Have you ever wondered why on earth we have to change our clocks twice a year? Do you look forward to gaining an hour in the fall, but dread the losing an hour in the spring? Perhaps you look forward to having the extended periods of sun in the evening and are embracing the change this weekend. Whether you are a lover or a hater of Daylight Savings Time, it is upon us. This weekend, Sunday March 11, 2012 at 2:00am we will set our clocks ahead by one hour as Daylight Savings Time in the U.S. officially begins. Continue reading to learn why we do this in the first place, and is it really worth it?

The Beginning of Daylight Savings Time

Daylight Savings Time was initially thought up by our dear old friend, Benjamin Franklin. He was the man who coined the term “early to bed, early to rise.” His thinking that rising before the sun would make us more productive, initiated the concept of Daylight Savings Time. The concept was first adopted by the Germans during World War I in an effort to conserve coal for their war efforts. The US implemented DST in 1918, but made it a mandatory practice during WWII. In fact, from 1942-1945 DST was a year round practice. At the end of WWII DST returned to it’s “standard.” Throughout history since WWII there have been periods of extensions in the country’s effort to conserve energy, but in 2005 an Energy Policy Act was passed mandating a month long extension DST every year beginning in 2007.

Are We Really Saving Energy?

The long and short of it, is that Daylight Savings Time is the country’s effort to conserve energy by reducing the electrical load or output, if you will, for a period of time. The jury is still out on whether we do in fact “save energy” during this time. There are studies that suggest that the energy that we would have normally been consuming in the evening hours is swapped out and being used in the darker morning hours under DST, which in turn, wipes out any net gains that we should see. Other studies suggest that energy consumption in the morning hours is far less than that of what is consumed during the evening hours under DST, which has offered up an estimated .002% reduction in the electrical load. There are several factors that come into play when attempting to determine the success that DST offers, but the primary component in all of these studies is location, location, location. The impact that weather has on energy consumption is far greater than any other influence, therefore warmer climates will show different energy usage than cooler climates, at any point of the year, especially during that of DST.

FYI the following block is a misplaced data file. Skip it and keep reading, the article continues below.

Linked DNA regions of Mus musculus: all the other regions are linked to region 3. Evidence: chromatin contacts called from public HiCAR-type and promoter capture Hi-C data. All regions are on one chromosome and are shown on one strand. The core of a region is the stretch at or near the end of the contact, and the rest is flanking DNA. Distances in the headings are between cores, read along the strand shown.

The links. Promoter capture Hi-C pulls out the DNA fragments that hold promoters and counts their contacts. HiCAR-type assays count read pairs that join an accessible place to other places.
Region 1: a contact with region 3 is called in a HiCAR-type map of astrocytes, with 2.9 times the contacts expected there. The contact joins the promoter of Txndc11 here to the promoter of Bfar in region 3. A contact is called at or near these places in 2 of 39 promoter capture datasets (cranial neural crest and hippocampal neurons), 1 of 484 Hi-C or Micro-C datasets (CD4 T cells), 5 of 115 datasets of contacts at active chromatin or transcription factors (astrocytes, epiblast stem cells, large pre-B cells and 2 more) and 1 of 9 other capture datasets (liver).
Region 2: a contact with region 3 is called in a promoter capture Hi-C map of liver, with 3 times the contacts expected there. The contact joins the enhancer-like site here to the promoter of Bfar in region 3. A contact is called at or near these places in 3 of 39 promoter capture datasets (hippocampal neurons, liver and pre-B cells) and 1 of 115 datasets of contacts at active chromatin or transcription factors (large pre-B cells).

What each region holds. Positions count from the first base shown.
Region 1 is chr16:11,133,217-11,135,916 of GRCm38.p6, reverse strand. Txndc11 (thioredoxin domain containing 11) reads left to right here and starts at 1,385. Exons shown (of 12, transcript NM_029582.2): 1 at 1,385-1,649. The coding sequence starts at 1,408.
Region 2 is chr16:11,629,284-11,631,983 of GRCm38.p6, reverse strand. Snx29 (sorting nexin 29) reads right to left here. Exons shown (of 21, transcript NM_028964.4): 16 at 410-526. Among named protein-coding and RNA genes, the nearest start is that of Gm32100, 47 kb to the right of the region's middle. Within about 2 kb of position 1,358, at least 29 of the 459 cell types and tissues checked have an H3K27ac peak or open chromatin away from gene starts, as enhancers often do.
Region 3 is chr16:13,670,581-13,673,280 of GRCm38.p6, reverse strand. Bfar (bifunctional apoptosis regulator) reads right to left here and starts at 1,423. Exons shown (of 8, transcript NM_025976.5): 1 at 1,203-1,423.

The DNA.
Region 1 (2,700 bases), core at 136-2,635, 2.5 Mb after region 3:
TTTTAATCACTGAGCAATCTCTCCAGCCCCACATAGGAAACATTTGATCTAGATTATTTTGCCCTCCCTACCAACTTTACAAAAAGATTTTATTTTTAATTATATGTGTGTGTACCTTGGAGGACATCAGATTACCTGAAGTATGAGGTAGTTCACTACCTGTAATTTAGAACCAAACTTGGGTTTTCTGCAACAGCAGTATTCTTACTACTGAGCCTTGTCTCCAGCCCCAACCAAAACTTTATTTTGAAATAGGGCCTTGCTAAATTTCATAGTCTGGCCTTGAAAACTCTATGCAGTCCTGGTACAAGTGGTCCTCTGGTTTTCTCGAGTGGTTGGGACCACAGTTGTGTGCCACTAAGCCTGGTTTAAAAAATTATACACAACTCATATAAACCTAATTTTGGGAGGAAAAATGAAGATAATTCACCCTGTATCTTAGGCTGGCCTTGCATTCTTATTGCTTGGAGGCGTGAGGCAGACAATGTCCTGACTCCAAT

Which Side Are You On?

Some people say that Daylight Savings Time is a means to save energy, promote a healthy active lifestyle by getting people outside and the start of a new season. Some people just look forward to the extra hour of sleep in the fall or the extra sunlight in the spring. I know myself, I love gaining the hour in the fall, but I also look forward to the lighter hours in the evening during the spring as well. Throughout the year, regardless of DST or not, I make every best effort to reduce my energy consumption, as we all should (if not for anything else, the sanctity of our wallets)!

In this instance, I would have to say, I take a neutral stance.

What about you? Are you a lover or a hater of DST? Let us know your thoughts and why. And of course, if you have any questions on how to save energy (aside from changing that clock over) give your favorite local electrician a call.

Kenny Corrao, Owner
Corrao Electric Co., Inc.

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